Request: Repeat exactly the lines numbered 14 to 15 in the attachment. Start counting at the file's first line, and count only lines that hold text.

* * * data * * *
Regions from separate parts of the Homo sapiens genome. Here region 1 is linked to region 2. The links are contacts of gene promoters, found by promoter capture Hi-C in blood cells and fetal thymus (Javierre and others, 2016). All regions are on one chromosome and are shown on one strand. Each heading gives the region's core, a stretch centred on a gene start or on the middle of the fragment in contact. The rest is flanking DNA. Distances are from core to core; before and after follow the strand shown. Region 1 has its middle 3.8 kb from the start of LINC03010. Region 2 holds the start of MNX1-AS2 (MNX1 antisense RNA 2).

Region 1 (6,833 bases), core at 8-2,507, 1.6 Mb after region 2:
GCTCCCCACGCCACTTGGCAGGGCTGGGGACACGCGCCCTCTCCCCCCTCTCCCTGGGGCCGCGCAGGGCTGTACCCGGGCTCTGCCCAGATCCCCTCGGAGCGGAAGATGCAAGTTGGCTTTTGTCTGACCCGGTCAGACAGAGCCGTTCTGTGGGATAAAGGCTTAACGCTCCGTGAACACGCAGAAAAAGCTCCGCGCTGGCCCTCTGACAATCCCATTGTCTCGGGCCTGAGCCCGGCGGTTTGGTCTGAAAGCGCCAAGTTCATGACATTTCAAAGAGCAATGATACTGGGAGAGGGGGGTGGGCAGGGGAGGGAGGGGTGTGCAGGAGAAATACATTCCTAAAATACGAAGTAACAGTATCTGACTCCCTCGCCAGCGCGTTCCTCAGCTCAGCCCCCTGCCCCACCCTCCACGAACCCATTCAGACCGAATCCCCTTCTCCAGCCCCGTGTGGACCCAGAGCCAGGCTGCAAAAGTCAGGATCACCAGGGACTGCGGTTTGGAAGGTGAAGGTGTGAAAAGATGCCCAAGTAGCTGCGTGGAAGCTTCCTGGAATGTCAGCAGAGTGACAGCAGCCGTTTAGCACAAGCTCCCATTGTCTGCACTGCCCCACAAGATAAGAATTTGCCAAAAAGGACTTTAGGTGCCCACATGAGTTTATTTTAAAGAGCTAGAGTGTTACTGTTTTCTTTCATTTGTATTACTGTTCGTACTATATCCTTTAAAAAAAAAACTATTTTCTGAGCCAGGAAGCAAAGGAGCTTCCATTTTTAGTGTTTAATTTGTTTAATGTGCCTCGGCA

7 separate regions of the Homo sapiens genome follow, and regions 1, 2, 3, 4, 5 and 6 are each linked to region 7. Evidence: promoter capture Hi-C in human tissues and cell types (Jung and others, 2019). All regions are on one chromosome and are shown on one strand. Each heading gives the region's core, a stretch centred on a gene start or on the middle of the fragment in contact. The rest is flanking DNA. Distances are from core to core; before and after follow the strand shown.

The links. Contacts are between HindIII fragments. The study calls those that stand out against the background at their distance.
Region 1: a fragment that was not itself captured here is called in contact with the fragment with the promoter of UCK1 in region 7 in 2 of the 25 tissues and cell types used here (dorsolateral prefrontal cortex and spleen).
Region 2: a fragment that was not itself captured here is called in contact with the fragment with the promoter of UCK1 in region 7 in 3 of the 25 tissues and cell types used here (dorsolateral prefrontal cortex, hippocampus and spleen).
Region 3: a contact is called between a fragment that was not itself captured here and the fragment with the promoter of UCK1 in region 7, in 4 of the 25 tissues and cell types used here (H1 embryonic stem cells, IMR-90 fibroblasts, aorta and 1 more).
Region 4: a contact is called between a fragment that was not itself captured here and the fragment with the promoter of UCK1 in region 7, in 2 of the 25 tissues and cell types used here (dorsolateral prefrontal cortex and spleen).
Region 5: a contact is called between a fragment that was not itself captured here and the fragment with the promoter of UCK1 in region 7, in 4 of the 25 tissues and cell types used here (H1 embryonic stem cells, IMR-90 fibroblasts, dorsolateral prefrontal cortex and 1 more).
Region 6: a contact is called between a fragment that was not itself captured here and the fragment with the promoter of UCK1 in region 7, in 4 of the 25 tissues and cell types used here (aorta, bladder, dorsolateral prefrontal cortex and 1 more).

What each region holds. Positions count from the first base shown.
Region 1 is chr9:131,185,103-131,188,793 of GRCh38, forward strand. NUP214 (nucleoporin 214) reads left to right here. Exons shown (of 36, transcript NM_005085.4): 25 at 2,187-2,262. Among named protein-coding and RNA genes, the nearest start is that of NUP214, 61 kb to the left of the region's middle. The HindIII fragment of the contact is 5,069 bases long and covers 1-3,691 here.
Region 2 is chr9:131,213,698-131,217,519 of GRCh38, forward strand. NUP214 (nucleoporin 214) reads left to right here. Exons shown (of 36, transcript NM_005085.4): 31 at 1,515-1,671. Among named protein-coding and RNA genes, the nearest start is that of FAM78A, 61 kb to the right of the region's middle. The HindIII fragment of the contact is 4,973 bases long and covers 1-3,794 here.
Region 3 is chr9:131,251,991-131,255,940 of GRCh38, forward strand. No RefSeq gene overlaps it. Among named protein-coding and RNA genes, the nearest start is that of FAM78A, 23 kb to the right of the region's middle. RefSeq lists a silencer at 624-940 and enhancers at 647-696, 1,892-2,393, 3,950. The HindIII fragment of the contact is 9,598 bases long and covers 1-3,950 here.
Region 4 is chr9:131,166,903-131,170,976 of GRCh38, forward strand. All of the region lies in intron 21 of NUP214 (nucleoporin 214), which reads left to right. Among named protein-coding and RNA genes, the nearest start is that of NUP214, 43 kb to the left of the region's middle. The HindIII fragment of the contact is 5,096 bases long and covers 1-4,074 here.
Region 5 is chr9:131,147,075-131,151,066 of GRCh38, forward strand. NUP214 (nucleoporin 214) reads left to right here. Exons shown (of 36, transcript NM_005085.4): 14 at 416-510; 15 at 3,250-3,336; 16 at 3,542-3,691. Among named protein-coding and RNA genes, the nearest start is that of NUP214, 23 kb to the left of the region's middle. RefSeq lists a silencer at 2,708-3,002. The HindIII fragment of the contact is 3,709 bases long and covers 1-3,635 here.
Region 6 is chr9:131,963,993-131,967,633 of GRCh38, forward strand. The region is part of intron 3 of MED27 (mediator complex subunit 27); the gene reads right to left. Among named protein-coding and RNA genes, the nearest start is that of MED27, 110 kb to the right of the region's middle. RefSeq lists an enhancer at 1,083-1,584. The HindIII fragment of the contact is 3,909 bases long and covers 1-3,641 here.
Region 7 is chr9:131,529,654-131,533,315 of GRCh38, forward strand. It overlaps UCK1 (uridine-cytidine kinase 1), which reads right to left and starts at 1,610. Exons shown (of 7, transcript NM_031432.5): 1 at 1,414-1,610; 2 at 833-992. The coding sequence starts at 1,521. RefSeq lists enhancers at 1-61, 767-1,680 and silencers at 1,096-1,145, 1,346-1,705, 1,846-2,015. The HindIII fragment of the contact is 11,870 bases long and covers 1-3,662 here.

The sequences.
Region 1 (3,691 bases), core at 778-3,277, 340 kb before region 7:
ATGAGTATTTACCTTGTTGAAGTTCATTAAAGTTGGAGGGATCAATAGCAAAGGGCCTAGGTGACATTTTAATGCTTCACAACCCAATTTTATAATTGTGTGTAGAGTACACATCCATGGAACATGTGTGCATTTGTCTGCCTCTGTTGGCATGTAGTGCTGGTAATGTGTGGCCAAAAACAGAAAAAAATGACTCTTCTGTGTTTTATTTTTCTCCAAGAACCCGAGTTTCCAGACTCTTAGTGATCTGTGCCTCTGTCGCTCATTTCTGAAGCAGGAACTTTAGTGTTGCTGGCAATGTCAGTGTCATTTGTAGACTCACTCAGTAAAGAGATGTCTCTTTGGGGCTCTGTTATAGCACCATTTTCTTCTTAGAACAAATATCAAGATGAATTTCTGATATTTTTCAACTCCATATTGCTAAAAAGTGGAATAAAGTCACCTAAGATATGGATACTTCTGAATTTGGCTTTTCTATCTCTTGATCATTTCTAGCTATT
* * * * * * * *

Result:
Region 2 is chr9:131,213,698-131,217,519 of GRCh38, forward strand. NUP214 (nucleoporin 214) reads left to right here. Exons shown (of 36, transcript NM_005085.4): 31 at 1,515-1,671. Among named protein-coding and RNA genes, the nearest start is that of FAM78A, 61 kb to the right of the region's middle. The HindIII fragment of the contact is 4,973 bases long and covers 1-3,794 here.
Region 3 is chr9:131,251,991-131,255,940 of GRCh38, forward strand. No RefSeq gene overlaps it. Among named protein-coding and RNA genes, the nearest start is that of FAM78A, 23 kb to the right of the region's middle. RefSeq lists a silencer at 624-940 and enhancers at 647-696, 1,892-2,393, 3,950. The HindIII fragment of the contact is 9,598 bases long and covers 1-3,950 here.